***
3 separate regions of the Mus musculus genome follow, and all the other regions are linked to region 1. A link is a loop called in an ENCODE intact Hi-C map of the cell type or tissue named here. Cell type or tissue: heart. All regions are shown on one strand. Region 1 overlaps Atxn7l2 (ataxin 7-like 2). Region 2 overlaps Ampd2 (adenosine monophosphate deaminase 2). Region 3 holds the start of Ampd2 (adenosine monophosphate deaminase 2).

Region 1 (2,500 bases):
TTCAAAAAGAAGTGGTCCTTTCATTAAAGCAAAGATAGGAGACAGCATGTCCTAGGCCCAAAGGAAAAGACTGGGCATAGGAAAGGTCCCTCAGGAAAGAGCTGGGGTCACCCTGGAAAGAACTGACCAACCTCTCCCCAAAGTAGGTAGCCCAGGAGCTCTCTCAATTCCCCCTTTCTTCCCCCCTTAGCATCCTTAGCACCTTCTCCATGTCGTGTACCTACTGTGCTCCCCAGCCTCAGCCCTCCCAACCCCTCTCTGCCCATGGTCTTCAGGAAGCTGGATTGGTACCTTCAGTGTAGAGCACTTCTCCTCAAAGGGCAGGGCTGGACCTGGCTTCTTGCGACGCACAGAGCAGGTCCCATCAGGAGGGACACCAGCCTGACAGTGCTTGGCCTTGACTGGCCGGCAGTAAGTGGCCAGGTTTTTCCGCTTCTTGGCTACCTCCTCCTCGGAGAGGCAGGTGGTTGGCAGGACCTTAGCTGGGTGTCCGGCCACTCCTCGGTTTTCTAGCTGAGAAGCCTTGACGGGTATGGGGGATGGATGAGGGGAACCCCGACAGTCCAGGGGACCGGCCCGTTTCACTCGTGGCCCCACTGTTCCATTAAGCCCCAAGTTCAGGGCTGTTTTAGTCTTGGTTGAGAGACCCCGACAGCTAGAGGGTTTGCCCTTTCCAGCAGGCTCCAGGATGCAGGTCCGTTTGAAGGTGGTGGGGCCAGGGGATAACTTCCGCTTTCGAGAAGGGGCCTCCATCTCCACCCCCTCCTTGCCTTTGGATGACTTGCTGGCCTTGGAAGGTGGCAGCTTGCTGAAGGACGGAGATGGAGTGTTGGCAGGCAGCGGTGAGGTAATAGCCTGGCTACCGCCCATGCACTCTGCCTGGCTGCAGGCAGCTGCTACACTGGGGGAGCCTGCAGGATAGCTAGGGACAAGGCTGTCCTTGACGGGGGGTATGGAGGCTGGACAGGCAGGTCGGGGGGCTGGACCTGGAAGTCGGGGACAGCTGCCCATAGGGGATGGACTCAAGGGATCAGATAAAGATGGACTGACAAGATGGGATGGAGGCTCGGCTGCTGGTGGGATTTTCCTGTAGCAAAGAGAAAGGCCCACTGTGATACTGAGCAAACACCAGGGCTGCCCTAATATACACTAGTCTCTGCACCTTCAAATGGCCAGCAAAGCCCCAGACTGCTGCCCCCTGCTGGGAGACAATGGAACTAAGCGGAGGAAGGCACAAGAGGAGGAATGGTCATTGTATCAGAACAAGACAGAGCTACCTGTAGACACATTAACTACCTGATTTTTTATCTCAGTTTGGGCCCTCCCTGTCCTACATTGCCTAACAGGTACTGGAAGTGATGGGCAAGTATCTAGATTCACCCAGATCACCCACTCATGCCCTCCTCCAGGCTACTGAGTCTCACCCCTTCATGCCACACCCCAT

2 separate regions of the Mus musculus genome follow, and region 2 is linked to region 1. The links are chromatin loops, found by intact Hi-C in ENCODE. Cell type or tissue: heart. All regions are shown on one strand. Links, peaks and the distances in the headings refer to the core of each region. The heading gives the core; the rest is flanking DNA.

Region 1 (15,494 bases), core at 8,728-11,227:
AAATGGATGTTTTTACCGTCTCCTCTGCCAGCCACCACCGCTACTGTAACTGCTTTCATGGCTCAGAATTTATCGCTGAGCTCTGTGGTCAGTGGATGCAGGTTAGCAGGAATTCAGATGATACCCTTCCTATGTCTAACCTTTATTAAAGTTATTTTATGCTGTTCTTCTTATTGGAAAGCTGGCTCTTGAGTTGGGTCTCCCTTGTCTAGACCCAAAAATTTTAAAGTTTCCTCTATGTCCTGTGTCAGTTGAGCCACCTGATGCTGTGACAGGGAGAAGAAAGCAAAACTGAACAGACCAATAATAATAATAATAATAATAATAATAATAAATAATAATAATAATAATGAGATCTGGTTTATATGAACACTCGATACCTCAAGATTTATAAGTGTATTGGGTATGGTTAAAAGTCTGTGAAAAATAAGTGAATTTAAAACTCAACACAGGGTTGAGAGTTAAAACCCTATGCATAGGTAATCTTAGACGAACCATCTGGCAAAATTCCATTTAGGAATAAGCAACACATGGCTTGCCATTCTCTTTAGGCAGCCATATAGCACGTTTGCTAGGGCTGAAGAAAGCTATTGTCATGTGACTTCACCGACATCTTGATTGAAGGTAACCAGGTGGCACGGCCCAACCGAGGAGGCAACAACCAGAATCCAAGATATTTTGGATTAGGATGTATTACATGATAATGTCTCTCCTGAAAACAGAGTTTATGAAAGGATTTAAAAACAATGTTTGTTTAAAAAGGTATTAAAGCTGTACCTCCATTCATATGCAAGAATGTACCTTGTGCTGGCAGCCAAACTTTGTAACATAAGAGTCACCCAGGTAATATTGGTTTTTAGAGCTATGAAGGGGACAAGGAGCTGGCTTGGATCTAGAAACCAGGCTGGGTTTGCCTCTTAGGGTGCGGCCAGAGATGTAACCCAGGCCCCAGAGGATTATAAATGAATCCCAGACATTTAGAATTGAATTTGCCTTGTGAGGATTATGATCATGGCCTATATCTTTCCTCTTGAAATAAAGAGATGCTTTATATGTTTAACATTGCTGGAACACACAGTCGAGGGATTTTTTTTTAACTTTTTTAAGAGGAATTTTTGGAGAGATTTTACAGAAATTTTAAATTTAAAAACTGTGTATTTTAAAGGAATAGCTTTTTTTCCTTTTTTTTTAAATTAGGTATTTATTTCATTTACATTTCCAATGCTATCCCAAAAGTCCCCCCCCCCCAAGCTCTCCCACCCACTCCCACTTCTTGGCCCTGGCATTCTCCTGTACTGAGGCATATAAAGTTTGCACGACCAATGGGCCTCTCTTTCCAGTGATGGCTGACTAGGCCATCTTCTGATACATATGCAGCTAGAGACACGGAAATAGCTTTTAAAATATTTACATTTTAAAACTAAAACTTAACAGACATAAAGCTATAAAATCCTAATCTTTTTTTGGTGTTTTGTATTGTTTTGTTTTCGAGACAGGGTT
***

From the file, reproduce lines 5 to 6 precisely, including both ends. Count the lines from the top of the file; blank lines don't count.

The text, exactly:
Region 1 (15,494 bases), core at 8,728-11,227:
AAATGGATGTTTTTACCGTCTCCTCTGCCAGCCACCACCGCTACTGTAACTGCTTTCATGGCTCAGAATTTATCGCTGAGCTCTGTGGTCAGTGGATGCAGGTTAGCAGGAATTCAGATGATACCCTTCCTATGTCTAACCTTTATTAAAGTTATTTTATGCTGTTCTTCTTATTGGAAAGCTGGCTCTTGAGTTGGGTCTCCCTTGTCTAGACCCAAAAATTTTAAAGTTTCCTCTATGTCCTGTGTCAGTTGAGCCACCTGATGCTGTGACAGGGAGAAGAAAGCAAAACTGAACAGACCAATAATAATAATAATAATAATAATAATAATAAATAATAATAATAATAATGAGATCTGGTTTATATGAACACTCGATACCTCAAGATTTATAAGTGTATTGGGTATGGTTAAAAGTCTGTGAAAAATAAGTGAATTTAAAACTCAACACAGGGTTGAGAGTTAAAACCCTATGCATAGGTAATCTTAGACGAACCATCTGGCAAAATTCCATTTAGGAATAAGCAACACATGGCTTGCCATTCTCTTTAGGCAGCCATATAGCACGTTTGCTAGGGCTGAAGAAAGCTATTGTCATGTGACTTCACCGACATCTTGATTGAAGGTAACCAGGTGGCACGGCCCAACCGAGGAGGCAACAACCAGAATCCAAGATATTTTGGATTAGGATGTATTACATGATAATGTCTCTCCTGAAAACAGAGTTTATGAAAGGATTTAAAAACAATGTTTGTTTAAAAAGGTATTAAAGCTGTACCTCCATTCATATGCAAGAATGTACCTTGTGCTGGCAGCCAAACTTTGTAACATAAGAGTCACCCAGGTAATATTGGTTTTTAGAGCTATGAAGGGGACAAGGAGCTGGCTTGGATCTAGAAACCAGGCTGGGTTTGCCTCTTAGGGTGCGGCCAGAGATGTAACCCAGGCCCCAGAGGATTATAAATGAATCCCAGACATTTAGAATTGAATTTGCCTTGTGAGGATTATGATCATGGCCTATATCTTTCCTCTTGAAATAAAGAGATGCTTTATATGTTTAACATTGCTGGAACACACAGTCGAGGGATTTTTTTTTAACTTTTTTAAGAGGAATTTTTGGAGAGATTTTACAGAAATTTTAAATTTAAAAACTGTGTATTTTAAAGGAATAGCTTTTTTTCCTTTTTTTTTAAATTAGGTATTTATTTCATTTACATTTCCAATGCTATCCCAAAAGTCCCCCCCCCCCAAGCTCTCCCACCCACTCCCACTTCTTGGCCCTGGCATTCTCCTGTACTGAGGCATATAAAGTTTGCACGACCAATGGGCCTCTCTTTCCAGTGATGGCTGACTAGGCCATCTTCTGATACATATGCAGCTAGAGACACGGAAATAGCTTTTAAAATATTTACATTTTAAAACTAAAACTTAACAGACATAAAGCTATAAAATCCTAATCTTTTTTTGGTGTTTTGTATTGTTTTGTTTTCGAGACAGGGTT